Block 174: August 17, 2013

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Date: August 17, 2013

Crane: 174

Days Spent on Project: 181

Location: Apartment, Washington Heights, NYC

Person I would have sent it to: Paul T.

Paul wasn’t a member of the Kenyon community; he was Professor Tazewell’s brother, and a professional costume designer.

As my fourth year continued and my time at Kenyon was coming to a close, Professor Tazewell gave me his brother’s cell phone number. He said if I was interested in pursuing this as a career, I should talk to someone who was immersed in the world of design and freelance.

Looking back, I can’t believe I just called him and had a very long conversation with Paul about this life and career choice. Yeah, this was a pre-google time, so  I couldn’t easily find information on his career and work. I wish I had. I can’t believe I had that opportunity at 22- to talk to someone who would later go on to have (and still does have) a successful design career.

I can’t remember much about the conversation or what we talked about. I’m almost positive that I was unprepared (how would I have prepared?) for the talk. I just wanted to know what I was getting into… what I should do… how do you start… where do you go…

At the time, I was still misguidedly under the impression that I could pursue my passion for acting and my desire to design costumes. I hadn’t had the realization that they’re two entirely different worlds, needing similar but NOT the same mindsets about a production. Acting and design are certainly not conflicting sides of theater- we are here to help each other, guys!- but it’s next to impossible to do both.

Paul was the one who heard my struggles with this choice. And he really just put it bluntly.

“You really just have to make a choice.”

If you want to do it all- acting and design- you’re not able to give your all to both. You’re going to have divide your time and thoughts and abilities. And, in the college world, where you have a faculty behind you to pick up the pieces you drop along the way of your young process, you don’t have that in the real world.

I hadn’t yet had the opportunity to design for the “real world.” I hadn’t yet experienced the pains and struggles and difficulties of having to do something as seemingly innocuous as buying a pair of shoes for an actor… and having to find several options depending on style and availability and use within the show and then having a fitting and having to return or exchange or re-shop or go to a cobbler and have the sole rubber and the buckles quick-changed and then painted. At 22, you don’t understand that buying a pair of shoes can take a day or more to accomplish. At 22, you don’t know how much time is involved in creating an entire show: getting hired, doing the research, going to meetings, drawing the outfits out, talking to the other departments, going to rehearsals, having the fittings, getting the alterations done, and then having to do it all over again when something unexpected complicates things. As a costume designer, I’m out there, opening the shops at 9 or 10am and I shop until they close, then I go to fittings, and then I go home and catch up on all the notes that I’ve been emailed all day.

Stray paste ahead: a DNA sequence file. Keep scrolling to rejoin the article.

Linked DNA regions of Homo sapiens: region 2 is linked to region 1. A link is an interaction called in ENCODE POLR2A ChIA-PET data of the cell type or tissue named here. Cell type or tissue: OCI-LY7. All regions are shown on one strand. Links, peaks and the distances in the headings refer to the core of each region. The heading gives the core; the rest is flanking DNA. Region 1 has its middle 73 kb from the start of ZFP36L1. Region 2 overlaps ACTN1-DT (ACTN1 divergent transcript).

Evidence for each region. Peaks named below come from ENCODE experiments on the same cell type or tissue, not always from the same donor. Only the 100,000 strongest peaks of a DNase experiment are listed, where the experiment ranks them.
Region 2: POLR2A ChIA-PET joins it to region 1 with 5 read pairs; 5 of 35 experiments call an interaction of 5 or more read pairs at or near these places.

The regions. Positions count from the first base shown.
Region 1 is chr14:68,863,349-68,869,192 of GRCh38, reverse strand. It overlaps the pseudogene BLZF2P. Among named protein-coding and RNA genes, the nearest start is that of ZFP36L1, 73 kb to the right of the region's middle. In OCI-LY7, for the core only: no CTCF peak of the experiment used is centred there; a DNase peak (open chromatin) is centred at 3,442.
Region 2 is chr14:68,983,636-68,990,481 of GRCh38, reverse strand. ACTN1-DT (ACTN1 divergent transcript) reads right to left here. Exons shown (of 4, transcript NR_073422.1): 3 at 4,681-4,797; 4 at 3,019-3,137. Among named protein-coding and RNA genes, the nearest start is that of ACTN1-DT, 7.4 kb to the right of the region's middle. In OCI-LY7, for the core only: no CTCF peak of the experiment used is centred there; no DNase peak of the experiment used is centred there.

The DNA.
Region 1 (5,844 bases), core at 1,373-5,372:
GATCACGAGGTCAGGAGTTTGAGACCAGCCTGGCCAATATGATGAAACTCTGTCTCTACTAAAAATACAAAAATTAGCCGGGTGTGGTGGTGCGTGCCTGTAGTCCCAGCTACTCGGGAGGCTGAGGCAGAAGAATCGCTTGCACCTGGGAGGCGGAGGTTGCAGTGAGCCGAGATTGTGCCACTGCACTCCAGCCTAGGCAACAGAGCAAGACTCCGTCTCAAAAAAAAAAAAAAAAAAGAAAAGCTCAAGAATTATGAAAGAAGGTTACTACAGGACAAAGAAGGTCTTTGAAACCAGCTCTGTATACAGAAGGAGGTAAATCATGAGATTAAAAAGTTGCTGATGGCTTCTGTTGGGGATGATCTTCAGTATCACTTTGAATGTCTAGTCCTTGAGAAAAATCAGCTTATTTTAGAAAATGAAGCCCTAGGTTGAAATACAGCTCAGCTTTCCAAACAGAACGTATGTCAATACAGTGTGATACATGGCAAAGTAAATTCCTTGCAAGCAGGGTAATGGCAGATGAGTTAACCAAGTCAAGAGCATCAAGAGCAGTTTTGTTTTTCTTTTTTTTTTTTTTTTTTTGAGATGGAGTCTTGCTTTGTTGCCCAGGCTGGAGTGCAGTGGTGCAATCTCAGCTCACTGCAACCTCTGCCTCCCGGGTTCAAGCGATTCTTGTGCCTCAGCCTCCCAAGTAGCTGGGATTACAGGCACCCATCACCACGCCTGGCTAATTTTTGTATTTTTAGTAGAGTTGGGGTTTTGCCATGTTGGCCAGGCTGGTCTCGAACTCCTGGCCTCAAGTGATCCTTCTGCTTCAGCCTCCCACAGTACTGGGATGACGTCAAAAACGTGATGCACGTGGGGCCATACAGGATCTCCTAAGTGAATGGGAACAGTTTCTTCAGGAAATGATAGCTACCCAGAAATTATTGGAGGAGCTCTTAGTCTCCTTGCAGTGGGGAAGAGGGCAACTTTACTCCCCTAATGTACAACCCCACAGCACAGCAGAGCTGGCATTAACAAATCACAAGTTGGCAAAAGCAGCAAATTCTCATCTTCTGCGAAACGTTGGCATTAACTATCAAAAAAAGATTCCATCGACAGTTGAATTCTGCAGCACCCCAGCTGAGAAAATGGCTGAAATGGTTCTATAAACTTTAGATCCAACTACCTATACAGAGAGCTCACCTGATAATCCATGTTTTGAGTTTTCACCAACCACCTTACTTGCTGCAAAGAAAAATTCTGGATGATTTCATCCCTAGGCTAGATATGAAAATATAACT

Can you imagine trying to go to rehearsal and act with a dedicated and clear mind on top of all of that?

So, while I don’t remember much of that conversation, I’m humbled to have had the chance to talk to someone like Paul at that time in my very early career and theater life.

Music I listened to while sewing: I’ve put my Spotify “Starred” playlist on repeat. It’s a fun trip today; lots of Lady Gaga (understandably) and lots of other surprises… who knew I liked Bruno Mars so much?

Thoughts/Feelings behind the block: It really just comes back to that conversation I had over 12 years ago.

“You really just have to make a choice.”

Make a choice and go for it. Work towards that choice.

And, you know, if it turns out not to be the right choice, make another one.

And no one can tell you whether or not your choice is right or wrong; you’re the only one with that ability.

I’m trying to remember that life is not about one choice. It’s a series of them.

From getting up when your alarm goes off, to the amount of time I spend walking the dog, to the workout I do at the gym, to the emails I ignore, to the friends I reach out to, to the times I go out to bars to meet people, to the clothes I wear, to the work I do during the day, to the work I want to do… it’s all a choice.

So make some. Don’t just make one. And keep making them after that.

Cheers.

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